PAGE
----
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Open Access Publications from the University of California

Development of Improved Guidelines and Designs for Thin Whitetopping: Literature Review

  • Author(s): Mateos, Angel;
  • Harvey, John;
  • Paniagua, Julio C.;
  • Paniagua, Fabian
  • et al.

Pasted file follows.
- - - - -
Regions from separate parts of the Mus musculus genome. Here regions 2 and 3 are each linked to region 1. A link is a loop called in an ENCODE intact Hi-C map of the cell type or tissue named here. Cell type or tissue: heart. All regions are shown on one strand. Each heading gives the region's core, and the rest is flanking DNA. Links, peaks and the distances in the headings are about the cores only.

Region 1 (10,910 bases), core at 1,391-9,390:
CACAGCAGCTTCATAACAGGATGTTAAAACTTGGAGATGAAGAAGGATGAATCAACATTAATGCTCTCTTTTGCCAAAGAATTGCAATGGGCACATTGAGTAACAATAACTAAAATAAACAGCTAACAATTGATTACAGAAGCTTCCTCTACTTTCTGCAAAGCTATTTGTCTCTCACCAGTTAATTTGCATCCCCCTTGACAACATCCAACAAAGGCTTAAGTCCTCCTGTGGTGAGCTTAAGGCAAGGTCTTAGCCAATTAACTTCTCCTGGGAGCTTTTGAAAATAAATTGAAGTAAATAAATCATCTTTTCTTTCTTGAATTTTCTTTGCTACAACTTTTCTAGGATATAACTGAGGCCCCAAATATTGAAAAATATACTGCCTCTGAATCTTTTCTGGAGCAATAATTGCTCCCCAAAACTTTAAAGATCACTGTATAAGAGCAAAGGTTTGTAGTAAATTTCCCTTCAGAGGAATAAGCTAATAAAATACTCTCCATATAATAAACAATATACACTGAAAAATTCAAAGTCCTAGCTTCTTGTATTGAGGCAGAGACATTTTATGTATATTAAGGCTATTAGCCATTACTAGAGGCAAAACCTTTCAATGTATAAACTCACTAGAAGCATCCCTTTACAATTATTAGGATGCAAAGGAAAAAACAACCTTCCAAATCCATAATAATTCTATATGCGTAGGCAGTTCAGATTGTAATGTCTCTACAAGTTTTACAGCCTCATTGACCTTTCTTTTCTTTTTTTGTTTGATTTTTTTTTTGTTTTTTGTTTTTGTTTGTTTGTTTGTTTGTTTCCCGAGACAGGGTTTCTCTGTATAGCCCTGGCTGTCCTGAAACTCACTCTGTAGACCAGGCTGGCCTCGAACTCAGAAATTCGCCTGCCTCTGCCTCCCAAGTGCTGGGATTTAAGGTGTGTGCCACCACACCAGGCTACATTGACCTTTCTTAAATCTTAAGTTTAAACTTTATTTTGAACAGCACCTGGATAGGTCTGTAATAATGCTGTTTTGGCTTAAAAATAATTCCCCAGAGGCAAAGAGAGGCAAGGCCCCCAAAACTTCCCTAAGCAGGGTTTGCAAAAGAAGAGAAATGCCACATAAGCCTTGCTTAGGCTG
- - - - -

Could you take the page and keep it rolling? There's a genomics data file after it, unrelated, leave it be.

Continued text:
Thin whitetopping, also known as thin bonded concrete overlay on asphalt (BCOA), is a rehabilitation alternative consisting of a 0.33 to 0.58 ft (100 to 175 mm) thick portland cement concrete (PCC) overlay of an existing flexible or composite pavement. It has been frequently used in different U.S. states and in other countries in the Americas, Europe, and Asia. This technical memorandum constitutes the literature review for Partnered Pavement Research Center Strategic Plan Element (PPRC SPE) Project 4.58B, whose primary goal is to develop recommendations and guidance on the use of thin BCOA as a rehabilitation alternative in California. Different state-of-practice documents as well as specific technical papers and reports have been analyzed. This analysis shows that even though thin BCOA is a mature technology, further development and improvement will help to optimize its design as a rehabilitation alternative for California. The analysis shows that some critical elements do not seem to have been adequately explored to date. Performance of the interface between PCC and asphalt is one of these elements. Other critical elements are the characterization of the asphalt base, the interaction between asphalt and PCC distresses, and the mechanics of thin BCOA faulting. The application of internalcuring concrete technology, the use of fibers, and the optimization of Caltrans PCC mixtures for thin BCOA rehabilitation projects are also considered to warrant further research. Furthermore, little experience exists concerning the use of new asphalt mixtures before BCOA overlays, and no reference was found where rubberized mixtures had been used. Thin BCOA has been used as an alternative for the rehabilitation of asphalt pavements that were not highly deteriorated, which has limited the number of rehabilitation projects where the technique could be applied.

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